If you've been paying attention you'll have noticed the discussion slowly drifting towards more creative MIDI data processing. The reason is that certain features are useful as utilities and creative tools. For example, devices like the Voyce LX4 and LX9 offer a form of MIDI mapping, which is similar to patch mapping in that it "maps" or reassigns certain incoming MIDI messages before they're sent out again. With these units, however, you can assign different sections, or zones, of your master controller to send on different MIDI channels. This is achieved by having certain ranges of MIDI note messages sent from the controller redirected. In other words, even though the controller may only be able to transmit on one MIDI channel, with a MIDI processor of this type you could have the notes from the bottom two octaves sent on one channel, the next octave on another and so on. In this case, a utilitarian function is being applied to a creative end.
MIDI mapping allows for even more dramatic processing of MIDI data, though, an example of this principle is The Mapper from an American firm, Axxess Unlimited. This allows you to take any type of incoming MIDI message and convert it to any other type of MIDI message. So, for example, if you want to make a sustain pedal transmit a short melody, you could convert switch controller number 64 (that is, stepping on the sustain pedal) into a string of Note On messages. Like I said, creative.
Finally, MIDI Delay features represent another form of creative MIDI processing. In addition to basic delay times, some devices allow you to control the number of repeats, their velocity level and the MIDI channel on which they're sent. By adjusting this last parameter, you could have the "echoes" occur on different instruments with completely different timbres. Neat.
NOW THAT WE'VE examined the basic components of a typical MIDI system individually, it's time to consider their combined capabilities. (To refresh your memory, Figure 2 shows a diagram of one possible setup.)
As mentioned in MIDI Basics part two, the real beauty of a MIDI system is that it allows various components of your choice to work together as a music-making system. (Half the fun of working with a MIDI system is planning the next few additions to it...). No matter how many or how few pieces of MIDI gear you have, if you use their MIDI capabilities to the fullest, the potential of the system will definitely exceed the sum of its parts.
If you compose and/or arrange your own music, and you're primarily interested in recording, a MIDI studio can prove a tremendously exciting tool. For this application, the sequencer would form the heart of the system and with it you could record all the musical parts, as well as synchronise the drum machine and automate the effects processors. You could even record drum patterns into the sequencer and have the drum machine act as another sound module, giving the sequencer complete control and increasing the memory available for drum patterns. (If you don't have a drum machine but you do have a sampler and some good drum sounds, this method will work as well.) But if you prefer to control the tempo from the drum machine, you can, you'll simply need to add a MIDI merger to the system. The master controller would serve as an input device in this example, generating and sending the various MIDI messages to the sequencer.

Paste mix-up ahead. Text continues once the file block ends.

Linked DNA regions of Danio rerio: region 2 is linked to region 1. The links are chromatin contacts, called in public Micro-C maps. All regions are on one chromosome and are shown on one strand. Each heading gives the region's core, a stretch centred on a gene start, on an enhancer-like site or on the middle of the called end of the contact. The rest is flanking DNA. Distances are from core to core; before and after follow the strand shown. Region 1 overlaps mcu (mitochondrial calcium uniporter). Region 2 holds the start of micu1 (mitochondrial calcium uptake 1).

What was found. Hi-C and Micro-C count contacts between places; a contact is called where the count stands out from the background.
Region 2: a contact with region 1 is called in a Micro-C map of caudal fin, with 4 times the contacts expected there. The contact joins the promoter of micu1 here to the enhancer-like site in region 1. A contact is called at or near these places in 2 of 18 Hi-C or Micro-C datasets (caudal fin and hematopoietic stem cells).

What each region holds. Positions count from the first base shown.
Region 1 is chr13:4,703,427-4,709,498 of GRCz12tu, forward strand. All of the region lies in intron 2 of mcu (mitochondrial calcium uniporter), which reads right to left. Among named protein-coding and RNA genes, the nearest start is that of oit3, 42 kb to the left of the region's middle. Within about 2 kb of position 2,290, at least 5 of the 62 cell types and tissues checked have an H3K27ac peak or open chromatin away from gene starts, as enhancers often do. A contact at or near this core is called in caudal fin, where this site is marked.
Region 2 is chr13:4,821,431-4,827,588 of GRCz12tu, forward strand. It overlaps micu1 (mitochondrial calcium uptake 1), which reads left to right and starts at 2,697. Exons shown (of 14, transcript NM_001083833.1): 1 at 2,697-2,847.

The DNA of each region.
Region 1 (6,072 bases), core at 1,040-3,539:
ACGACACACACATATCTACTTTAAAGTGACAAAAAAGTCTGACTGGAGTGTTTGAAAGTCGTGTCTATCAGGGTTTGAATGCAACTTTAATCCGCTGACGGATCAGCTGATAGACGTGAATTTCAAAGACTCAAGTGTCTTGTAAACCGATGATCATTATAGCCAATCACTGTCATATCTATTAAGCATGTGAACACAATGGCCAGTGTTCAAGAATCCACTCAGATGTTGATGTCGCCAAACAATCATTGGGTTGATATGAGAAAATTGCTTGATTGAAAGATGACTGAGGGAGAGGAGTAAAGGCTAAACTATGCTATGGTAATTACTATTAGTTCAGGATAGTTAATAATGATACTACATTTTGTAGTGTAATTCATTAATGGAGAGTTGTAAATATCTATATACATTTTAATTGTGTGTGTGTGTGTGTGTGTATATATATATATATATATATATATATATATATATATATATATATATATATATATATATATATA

If, on the other hand, your primary interest is live performance, the heart of your system will be the master controller. You can certainly use a sequencer and drum machine, they'll probably be used as playback devices in this context. In other words, the sequencing and programming would be done ahead of time, and you'd hit the Start button and play along with the pre-programmed data. Expander modules, MIDI-controlled audio processors and MIDI effects processors, however, would play an extremely important role, because in combination with the master controller, they will be your instrument. Depending on the sophistication of the MIDI implementation of your controller - or the MIDI features added courtesy of a MIDI processor - this combination of MIDI-equipped boxes could become an extremely expressive one too. Hit one patch select button and an entire new group of patches and corresponding effects with different real-time control capabilities would instantly be called up. Impressive indeed.
This brings us to alternative MIDI controllers. To make life simple nearly all of the examples in this series have referred to keyboard controllers. But if you're a guitarist, wind player or drummer, you obviously want to know if they apply to controllers designed for players of your respective instruments. The answer is yes. Though different types of MIDI controllers have specific features unique to them, and though they may use different techniques to produce certain MIDI messages, MIDI data is MIDI data, no matter where it comes from. Thus, an expander module doesn't really care if the aftertouch data it receives comes from a MIDI guitarist pushing down an expression pedal, a wind synthesist blowing harder into a controller or a keyboard player pushing down harder on the keyboard. All it does is respond to those messages.
So where does this all lead us (and leave us)? Over the course of this series I've discussed what MIDI is, how it works and, through examples, how you might take advantage of it to help you more efficiently create your own music. Making sophisticated music has never been this easy or this much fun and MIDI can take the credit (or blame) for this amazing revolution.
What a great time to be a musician.
Feature by Bob O'Donnell